Easy Repair for Fleck 5600 Controls: Pistons, Seals, and Spacers

Seals and Spacers

Replacing seals and spacers in the Fleck 5600 control valve for water softeners and filters is a fairly easy “do it yourself” job that can save you the expense of professional service and the inconvenience of waiting for repair to be done.


Seals,  spacers, and pistons are the control valve parts that eventually need replacement.  They may wear out in a few months or last for many years, their longevity depending mainly on the use the filter or softener gets. Logically, the most fragile valve parts will need more frequent replacement on a well-water iron filter than on a chlorine removal filter running on clean city water,


Whatever the usage, the common symptoms of piston and seal/spacer problems are the control valve’s inability to complete the regeneration cycle because it hangs up in backwash or rinse position. If the filter runs water to drain when it should be in service position and running water only to the home, the problem is almost always seals and spacers. This is a serious problem that not only wastes water and energy, but for well users excess water drain to leach fields and septic systems and lead to very expensive repairs.

Filter Piston


Although seals, spacers and piston are inner parts of the control valve, they’re easy to get to and the repair can in most cases be done without removing the control unit from the filter or softener.


Parts needed for 5600 Seal, Spacer, Piston replacement for a 5600 filter or softener control are


FL537 — 5600 Filter Piston, Standard Timer Unit.

FL516 — 5600 Softener Piston, Standard Timer and Electromechanical Meter (Econominder) Unit.

FL539 — 5600 Piston all SXT Units, Softeners and Filters, Including AIO Filters.

FL517 – 5600 Seal and Spacer Kit, all 5600 units.

Mike’s Easy Ten-Step Method for Replacing Piston, Seals and Spacers in 5600 Filters and Softeners


For a parts list and illustration, see pp. 16.-17 of the 5600 Service Manual.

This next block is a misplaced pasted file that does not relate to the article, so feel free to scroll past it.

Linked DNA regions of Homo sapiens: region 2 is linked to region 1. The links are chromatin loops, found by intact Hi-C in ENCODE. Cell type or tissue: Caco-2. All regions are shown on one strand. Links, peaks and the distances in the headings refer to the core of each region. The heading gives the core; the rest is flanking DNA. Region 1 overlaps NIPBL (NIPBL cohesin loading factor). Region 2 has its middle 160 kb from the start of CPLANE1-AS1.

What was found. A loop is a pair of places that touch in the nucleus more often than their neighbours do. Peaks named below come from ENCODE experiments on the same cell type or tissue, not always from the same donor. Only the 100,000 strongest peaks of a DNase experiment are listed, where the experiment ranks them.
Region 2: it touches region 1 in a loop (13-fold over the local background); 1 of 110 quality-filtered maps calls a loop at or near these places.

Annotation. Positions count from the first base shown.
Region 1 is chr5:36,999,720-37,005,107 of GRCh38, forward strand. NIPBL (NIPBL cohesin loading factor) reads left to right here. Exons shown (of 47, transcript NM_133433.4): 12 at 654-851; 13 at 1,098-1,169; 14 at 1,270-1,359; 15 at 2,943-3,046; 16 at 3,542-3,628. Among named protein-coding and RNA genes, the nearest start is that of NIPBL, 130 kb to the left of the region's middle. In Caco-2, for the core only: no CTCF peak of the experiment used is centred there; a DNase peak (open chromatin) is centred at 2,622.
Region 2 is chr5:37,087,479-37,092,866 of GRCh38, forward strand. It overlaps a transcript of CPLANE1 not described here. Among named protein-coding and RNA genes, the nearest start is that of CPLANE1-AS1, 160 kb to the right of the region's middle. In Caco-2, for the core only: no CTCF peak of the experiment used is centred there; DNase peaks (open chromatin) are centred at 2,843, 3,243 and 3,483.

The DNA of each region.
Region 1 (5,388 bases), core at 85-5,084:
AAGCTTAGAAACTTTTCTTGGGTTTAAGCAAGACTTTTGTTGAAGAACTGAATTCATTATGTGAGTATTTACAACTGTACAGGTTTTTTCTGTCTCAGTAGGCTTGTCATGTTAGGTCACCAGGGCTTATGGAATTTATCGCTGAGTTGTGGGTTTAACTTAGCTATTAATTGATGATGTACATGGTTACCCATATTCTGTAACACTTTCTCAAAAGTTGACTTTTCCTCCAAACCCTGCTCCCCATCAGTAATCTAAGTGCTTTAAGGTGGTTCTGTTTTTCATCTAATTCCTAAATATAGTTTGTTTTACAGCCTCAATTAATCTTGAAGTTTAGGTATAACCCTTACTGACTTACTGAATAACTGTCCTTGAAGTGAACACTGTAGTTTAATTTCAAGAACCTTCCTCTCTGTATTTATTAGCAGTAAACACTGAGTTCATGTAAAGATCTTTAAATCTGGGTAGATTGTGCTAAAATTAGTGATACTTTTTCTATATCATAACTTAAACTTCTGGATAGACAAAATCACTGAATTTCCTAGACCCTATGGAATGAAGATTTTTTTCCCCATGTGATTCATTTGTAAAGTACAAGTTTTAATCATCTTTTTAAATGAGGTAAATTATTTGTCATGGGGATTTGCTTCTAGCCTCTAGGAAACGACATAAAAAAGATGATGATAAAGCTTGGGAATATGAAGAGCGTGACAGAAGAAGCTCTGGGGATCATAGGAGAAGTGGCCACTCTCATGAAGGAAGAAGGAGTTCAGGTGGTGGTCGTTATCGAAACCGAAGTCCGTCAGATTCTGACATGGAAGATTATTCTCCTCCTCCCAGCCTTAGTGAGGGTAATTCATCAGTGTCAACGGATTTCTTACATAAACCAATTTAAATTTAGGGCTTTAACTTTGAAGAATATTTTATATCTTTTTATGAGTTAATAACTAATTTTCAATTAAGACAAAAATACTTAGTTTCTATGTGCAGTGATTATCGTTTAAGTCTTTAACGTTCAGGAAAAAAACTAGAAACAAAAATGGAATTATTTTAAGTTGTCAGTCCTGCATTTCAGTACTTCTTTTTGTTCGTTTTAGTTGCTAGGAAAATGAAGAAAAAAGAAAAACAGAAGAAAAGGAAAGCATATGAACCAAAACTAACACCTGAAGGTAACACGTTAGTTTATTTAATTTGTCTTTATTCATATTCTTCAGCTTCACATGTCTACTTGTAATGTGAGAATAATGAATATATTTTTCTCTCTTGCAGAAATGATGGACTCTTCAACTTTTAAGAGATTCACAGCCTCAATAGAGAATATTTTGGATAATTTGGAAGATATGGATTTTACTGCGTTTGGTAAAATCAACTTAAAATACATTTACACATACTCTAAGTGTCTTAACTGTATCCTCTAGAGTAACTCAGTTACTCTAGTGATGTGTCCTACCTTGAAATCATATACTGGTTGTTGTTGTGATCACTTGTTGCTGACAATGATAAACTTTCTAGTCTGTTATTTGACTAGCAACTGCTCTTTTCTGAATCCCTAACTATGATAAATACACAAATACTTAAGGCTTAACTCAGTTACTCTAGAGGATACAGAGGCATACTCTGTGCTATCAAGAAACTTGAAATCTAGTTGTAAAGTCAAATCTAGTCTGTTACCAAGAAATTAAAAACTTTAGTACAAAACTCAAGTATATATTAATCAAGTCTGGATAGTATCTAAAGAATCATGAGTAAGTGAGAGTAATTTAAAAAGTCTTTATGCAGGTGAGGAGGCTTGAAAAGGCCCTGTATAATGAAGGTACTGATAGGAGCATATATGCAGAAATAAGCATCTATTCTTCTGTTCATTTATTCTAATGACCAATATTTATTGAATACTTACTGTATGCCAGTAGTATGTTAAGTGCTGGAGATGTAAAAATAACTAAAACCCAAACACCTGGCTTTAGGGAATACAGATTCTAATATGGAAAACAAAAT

1. Turn off the incoming water and relieve pressure by putting the unit in bypass or by opening a faucet downstream. If the unit has a bypass valve, you can simply put it in bypass. If there is a meter, pull out the cable to disconnect it.


2. Remove the back cover of the control valve.


3. Remove the screw and washer from the drive yoke, then remove the timer mounting screws and the entire timer assembly will lift off easily. Remove the end plug retainer plate.


4. Pull upward on piston yoke to remove the piston from the valve.


5. If you are replacing only the seals and spacers, or the seals and spacers as well as the piston, remove the seals and spacers at this time.  Usually you can pull them out with your fingers, but in dirty filters some brute force may be needed. A screwdriver is a good tool. To replace the seals and spacers, the order is seal, spacer, seal, spacer, etc. Both the top and bottom items will be seals.


6. When the seals and spacers are either inspected or replaced, push the piston into the valve by means of the end plug. Twist the yoke carefully in a CLOCKWISE direction to align it properly with the drive gear.


7. Replace the end plug retainer plate.


8. Replace the timer on top of the valve, making sure that the drive pin engages the slot in the drive yoke. Rotate the control knob if necessary.


9. Replace the timer mounting screws and the screw and washer in the drive yoke.


10. Return the valve to service and check for leaks.

A note about You Tube videos.  There are several good “how to” videos available most of the time that can be found with a simple search. Keep in mind that not all will be about the valve that you have. For example, if you have a 5600 filter, ignore instructions about meters, brine valves, and injectors. Seal and spacer replacement is the same on all 5600 controls.